Stop the silence, it's Time to Talk

It was like a grey cloud that grew as it passed over the last sunny days of my childhood. The anxiety that began to gnaw away at my insides, my tummy aching with the pain of it. The changes of puberty, the bullying that began once looks became more important than test results, fitting in more important than standing out.

But I wanted it all. I craved success, and I needed to be accepted too. Where once I was embarrassingly self confident, I now made endless lists of everything that was wrong with me. And struggled in those pre-internet days to work out solutions. For a year or so, I had no real friends. Gradually that changed and we whispered and chatted and tried to laugh about all the strange things that happen in teen land. To our bodies, to our interests, to our school life. But some things I didn't tell. I don't know why. All I knew was that sometimes I had to do something to stop the overwhelming feelings of panic and sadness, about a social mistake, another bodily change to be tamed somehow, or worst of all, another exam. I would lie awake at night until everyone was asleep, my heart pounding. Then creep downstairs and open the drawer in the kitchen, to do the one thing that I thought would deaden my feelings.


Today it would be called self-harm. Back then I did not know what I was doing. Or what I was feeling. I don't remember mental health being discussed in school or at home or in Jackie Magazine, the teenage Bible of the 70s. I don't remember telling anyone: the nearest I came to revealing it was comparing wrists with a fellow classmate one English lesson. But nothing ever came of that.

The wonder and excitement of College life seemed to cure me of the habit, and maybe no real harm was done.

But it could have been different.

The outcome could have been much, much worse.

Or better, if there had been someone to speak to, someone to listen, someone to help.

And that's the big difference now.

Now we talk about mental health, we talk about prevention, and most of all, we talk about talking.

Stop the silence, it's time to talk.

Written in support of National Time to Talk Day on Friday May 15th and the Green Ribbon Campaign.






12 comments:

  1. Yes, Yes, a THOUSAND TIMES YES. It is time to talk and talk honestly

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  2. Well done for speaking out C. I think there is a real msconception that self-harm is a new thing and it was not done by anyone back in the 70's when we were kids but like you say there was no-one to talk to back then. Mich x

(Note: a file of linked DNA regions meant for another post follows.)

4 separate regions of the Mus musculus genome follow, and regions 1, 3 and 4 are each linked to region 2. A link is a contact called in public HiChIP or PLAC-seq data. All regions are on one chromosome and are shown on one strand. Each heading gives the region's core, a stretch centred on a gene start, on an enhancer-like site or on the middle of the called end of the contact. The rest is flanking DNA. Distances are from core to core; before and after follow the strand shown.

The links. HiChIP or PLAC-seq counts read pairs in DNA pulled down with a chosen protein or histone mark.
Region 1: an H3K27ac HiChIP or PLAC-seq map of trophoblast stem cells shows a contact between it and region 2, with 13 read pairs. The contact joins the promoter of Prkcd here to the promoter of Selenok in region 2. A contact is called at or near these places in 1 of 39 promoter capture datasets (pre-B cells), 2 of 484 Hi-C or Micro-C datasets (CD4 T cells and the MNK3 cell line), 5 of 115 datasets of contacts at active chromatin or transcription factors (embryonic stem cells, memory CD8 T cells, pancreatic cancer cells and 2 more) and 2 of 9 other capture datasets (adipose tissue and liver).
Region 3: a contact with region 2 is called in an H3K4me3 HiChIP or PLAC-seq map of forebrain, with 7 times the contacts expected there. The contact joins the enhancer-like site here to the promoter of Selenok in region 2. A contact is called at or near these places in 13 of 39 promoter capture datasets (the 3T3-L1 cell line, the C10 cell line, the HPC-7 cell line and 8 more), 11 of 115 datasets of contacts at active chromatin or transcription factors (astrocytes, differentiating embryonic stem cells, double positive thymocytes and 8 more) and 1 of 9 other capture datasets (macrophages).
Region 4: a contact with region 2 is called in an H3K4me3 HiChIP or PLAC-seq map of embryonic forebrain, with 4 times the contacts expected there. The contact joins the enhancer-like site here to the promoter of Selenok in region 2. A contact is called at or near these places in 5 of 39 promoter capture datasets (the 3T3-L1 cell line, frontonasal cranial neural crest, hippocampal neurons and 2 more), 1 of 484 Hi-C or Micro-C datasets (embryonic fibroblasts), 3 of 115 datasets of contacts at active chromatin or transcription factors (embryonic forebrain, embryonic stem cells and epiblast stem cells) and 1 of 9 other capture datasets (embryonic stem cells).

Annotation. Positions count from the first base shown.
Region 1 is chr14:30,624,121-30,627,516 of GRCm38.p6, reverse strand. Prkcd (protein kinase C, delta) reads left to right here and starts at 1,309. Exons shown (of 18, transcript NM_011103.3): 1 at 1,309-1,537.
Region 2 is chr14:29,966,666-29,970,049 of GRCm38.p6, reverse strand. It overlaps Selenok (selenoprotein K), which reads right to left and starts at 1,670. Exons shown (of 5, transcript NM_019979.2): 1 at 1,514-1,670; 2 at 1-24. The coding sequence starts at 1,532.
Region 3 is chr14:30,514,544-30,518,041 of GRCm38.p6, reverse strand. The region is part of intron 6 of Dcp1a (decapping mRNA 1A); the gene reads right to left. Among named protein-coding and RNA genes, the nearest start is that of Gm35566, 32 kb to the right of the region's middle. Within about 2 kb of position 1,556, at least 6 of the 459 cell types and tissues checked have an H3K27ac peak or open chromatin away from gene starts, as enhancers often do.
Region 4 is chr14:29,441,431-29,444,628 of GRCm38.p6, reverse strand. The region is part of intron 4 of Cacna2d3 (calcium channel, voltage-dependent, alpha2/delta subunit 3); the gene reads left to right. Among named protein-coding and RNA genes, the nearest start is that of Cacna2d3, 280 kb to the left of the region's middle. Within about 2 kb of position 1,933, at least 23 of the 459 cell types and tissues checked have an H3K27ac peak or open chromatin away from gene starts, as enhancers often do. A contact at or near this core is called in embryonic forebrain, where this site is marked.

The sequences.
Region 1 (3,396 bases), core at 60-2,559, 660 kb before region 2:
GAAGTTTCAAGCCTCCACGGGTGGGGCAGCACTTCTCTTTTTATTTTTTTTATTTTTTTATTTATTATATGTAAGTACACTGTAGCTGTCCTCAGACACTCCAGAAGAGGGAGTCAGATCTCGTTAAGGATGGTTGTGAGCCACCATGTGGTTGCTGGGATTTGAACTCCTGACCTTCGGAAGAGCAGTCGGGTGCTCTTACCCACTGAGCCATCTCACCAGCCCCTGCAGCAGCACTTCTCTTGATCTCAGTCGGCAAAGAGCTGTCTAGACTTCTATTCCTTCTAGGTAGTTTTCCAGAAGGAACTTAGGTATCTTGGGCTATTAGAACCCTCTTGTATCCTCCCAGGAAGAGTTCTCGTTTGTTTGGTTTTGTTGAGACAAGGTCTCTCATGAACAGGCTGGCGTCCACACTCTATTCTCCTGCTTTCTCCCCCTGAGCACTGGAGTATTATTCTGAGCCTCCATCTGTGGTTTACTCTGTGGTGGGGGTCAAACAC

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    1. And you didn't even know that it might be a good idea to talk about it. Things have improved in some ways x

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  3. Hope you are doing much better now. Can't imagine what it was like pre internet when you had no idea why or what it wa syou were doing. When I started self harming I went to the internet to find out why I was doing it and find other coping mechanisms to try stop. Still extremely hard to break the cycle I have to say xx

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    1. Really hope you can break the cycle Yaz xx

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  4. Thank you for sharing this post. I'm so glad that things are changing and that mental health is not so taboo now. X

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    1. It has to be better to be open, doesn't it? x

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  5. Thanks so much for writing this! The other result of no one *ever* talking about this, is that those of us who *didn't* got through it, don't have a clue. When my daughter's teacher first phoned me up to tell me Julie was self harming I thought she was making it up: I'd missed the signs because I didn't know them. When other people find out about Julie's self harm you can tell the ones who have personal experience, because they don't look shocked - or even very surprised.

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  6. I didnn't self harm by cutting but I do know the high one can get from pain. When I was a child I had ecxema and it was quite bad on my limbs at times. Sometimes I would scratch it raw for the high and the release of tension, even though I knew I was doing myself harm. I'd forgotten about it but now I remember. It was not just that it was itchy, it wasn't so itchy as to be unbearable. It was for the pleasure of the scratching.

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    1. Thanks for sharing that, I'm sure there are other similar stories too x

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